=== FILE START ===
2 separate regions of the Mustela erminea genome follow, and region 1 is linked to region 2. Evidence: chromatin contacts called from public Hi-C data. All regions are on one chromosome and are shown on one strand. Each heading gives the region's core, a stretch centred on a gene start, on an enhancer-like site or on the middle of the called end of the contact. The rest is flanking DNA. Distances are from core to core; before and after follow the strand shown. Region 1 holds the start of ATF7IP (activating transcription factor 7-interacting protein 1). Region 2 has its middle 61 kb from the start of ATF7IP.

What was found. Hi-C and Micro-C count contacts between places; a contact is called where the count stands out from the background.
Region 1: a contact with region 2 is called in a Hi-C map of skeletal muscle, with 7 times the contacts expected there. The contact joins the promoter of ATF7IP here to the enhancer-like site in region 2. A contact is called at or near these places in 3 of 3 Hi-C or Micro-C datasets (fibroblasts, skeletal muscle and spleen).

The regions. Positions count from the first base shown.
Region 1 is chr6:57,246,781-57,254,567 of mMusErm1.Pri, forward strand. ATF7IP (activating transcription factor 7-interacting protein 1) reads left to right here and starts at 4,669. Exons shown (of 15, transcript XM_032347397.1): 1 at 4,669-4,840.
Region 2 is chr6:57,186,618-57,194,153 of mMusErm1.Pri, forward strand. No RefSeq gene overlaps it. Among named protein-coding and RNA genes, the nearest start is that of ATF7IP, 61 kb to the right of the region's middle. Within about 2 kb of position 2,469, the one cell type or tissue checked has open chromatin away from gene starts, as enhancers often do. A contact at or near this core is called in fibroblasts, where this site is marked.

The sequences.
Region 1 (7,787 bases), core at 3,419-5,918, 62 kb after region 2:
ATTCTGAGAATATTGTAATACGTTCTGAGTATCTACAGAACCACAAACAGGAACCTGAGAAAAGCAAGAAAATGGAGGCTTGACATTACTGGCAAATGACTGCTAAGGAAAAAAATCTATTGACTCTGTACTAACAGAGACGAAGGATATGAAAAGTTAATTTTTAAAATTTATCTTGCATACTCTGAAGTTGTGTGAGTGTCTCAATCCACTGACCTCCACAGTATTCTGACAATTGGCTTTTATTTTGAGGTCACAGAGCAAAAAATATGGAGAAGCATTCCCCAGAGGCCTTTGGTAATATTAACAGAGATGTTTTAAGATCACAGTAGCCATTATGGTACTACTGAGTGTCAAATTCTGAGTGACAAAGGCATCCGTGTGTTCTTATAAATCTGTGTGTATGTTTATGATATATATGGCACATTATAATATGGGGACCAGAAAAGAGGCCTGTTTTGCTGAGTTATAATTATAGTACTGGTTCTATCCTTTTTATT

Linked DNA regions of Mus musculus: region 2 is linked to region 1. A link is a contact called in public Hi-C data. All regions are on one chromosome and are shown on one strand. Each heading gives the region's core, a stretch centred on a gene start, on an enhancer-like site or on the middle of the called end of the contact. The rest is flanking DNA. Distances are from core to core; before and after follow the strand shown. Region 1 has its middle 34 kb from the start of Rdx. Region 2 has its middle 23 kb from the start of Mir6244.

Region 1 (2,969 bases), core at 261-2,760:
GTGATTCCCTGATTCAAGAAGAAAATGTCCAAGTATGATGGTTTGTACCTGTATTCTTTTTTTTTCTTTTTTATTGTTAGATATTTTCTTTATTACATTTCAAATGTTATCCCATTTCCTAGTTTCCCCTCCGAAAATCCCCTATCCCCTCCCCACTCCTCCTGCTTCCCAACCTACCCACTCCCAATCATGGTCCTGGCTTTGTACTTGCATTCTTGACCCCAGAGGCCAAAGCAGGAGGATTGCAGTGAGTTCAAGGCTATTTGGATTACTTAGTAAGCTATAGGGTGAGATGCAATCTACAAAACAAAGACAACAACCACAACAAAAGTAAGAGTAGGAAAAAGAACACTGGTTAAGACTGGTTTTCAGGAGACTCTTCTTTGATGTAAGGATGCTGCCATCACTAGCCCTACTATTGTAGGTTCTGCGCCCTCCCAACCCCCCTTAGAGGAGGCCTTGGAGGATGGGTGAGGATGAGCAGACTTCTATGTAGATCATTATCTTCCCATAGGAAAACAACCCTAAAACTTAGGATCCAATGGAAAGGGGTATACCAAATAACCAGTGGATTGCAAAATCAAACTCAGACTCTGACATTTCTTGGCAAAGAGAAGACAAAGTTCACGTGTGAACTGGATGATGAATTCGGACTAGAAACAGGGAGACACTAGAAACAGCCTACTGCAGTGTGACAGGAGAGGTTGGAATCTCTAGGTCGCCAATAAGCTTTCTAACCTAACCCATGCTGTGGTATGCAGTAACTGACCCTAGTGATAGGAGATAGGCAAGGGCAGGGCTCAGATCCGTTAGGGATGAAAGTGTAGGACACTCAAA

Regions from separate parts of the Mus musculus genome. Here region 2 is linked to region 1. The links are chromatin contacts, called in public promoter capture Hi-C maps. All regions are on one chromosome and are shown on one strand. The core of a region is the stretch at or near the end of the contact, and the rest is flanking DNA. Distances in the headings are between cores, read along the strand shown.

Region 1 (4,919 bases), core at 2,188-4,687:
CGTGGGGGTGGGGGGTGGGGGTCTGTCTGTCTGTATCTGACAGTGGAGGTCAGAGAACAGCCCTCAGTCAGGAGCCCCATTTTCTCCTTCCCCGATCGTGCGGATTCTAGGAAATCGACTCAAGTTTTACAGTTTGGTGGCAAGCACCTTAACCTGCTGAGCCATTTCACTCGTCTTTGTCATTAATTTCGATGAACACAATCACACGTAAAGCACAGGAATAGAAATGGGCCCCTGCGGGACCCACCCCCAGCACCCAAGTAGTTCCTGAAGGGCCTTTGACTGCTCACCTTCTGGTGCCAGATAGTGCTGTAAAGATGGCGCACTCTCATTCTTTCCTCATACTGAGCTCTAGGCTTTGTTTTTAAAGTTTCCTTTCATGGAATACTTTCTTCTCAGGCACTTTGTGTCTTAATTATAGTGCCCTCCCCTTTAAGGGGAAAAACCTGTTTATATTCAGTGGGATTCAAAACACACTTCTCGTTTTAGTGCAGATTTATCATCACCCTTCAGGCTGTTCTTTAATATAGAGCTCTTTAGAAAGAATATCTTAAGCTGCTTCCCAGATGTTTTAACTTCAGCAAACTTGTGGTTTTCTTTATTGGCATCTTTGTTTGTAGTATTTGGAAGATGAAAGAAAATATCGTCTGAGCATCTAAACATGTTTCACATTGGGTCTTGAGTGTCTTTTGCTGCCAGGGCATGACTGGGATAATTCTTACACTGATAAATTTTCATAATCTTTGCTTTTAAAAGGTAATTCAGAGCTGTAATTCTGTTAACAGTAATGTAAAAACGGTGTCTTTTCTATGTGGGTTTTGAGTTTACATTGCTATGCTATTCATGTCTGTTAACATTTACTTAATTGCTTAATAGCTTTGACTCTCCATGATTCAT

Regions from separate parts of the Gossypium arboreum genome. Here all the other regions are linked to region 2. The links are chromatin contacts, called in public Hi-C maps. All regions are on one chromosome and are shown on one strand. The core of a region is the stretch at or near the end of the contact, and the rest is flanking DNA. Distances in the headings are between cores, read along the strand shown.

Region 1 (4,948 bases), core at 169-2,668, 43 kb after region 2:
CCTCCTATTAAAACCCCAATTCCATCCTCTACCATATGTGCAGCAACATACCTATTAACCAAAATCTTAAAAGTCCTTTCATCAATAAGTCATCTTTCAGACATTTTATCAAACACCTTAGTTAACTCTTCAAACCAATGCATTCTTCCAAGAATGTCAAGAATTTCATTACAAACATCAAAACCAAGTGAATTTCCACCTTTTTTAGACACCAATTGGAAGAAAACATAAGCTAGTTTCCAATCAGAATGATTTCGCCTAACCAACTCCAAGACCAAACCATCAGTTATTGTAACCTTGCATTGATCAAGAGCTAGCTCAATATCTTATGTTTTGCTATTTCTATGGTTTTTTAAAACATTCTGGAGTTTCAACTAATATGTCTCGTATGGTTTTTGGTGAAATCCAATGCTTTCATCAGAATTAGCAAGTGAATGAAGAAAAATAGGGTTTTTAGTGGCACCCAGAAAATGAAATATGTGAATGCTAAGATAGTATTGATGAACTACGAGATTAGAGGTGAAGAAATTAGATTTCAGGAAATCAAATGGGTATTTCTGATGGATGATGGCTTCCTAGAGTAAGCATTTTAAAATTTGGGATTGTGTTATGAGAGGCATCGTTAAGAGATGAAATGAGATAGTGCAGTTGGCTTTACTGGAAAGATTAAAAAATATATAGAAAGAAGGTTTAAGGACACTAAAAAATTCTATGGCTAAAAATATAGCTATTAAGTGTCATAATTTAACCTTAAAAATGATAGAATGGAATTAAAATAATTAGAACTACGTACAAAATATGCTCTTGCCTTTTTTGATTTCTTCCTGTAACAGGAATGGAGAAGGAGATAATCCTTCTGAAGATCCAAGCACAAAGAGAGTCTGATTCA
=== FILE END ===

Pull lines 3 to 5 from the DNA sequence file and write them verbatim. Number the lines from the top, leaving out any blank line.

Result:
Region 1: a contact with region 2 is called in a Hi-C map of skeletal muscle, with 7 times the contacts expected there. The contact joins the promoter of ATF7IP here to the enhancer-like site in region 2. A contact is called at or near these places in 3 of 3 Hi-C or Micro-C datasets (fibroblasts, skeletal muscle and spleen).

The regions. Positions count from the first base shown.
Region 1 is chr6:57,246,781-57,254,567 of mMusErm1.Pri, forward strand. ATF7IP (activating transcription factor 7-interacting protein 1) reads left to right here and starts at 4,669. Exons shown (of 15, transcript XM_032347397.1): 1 at 4,669-4,840.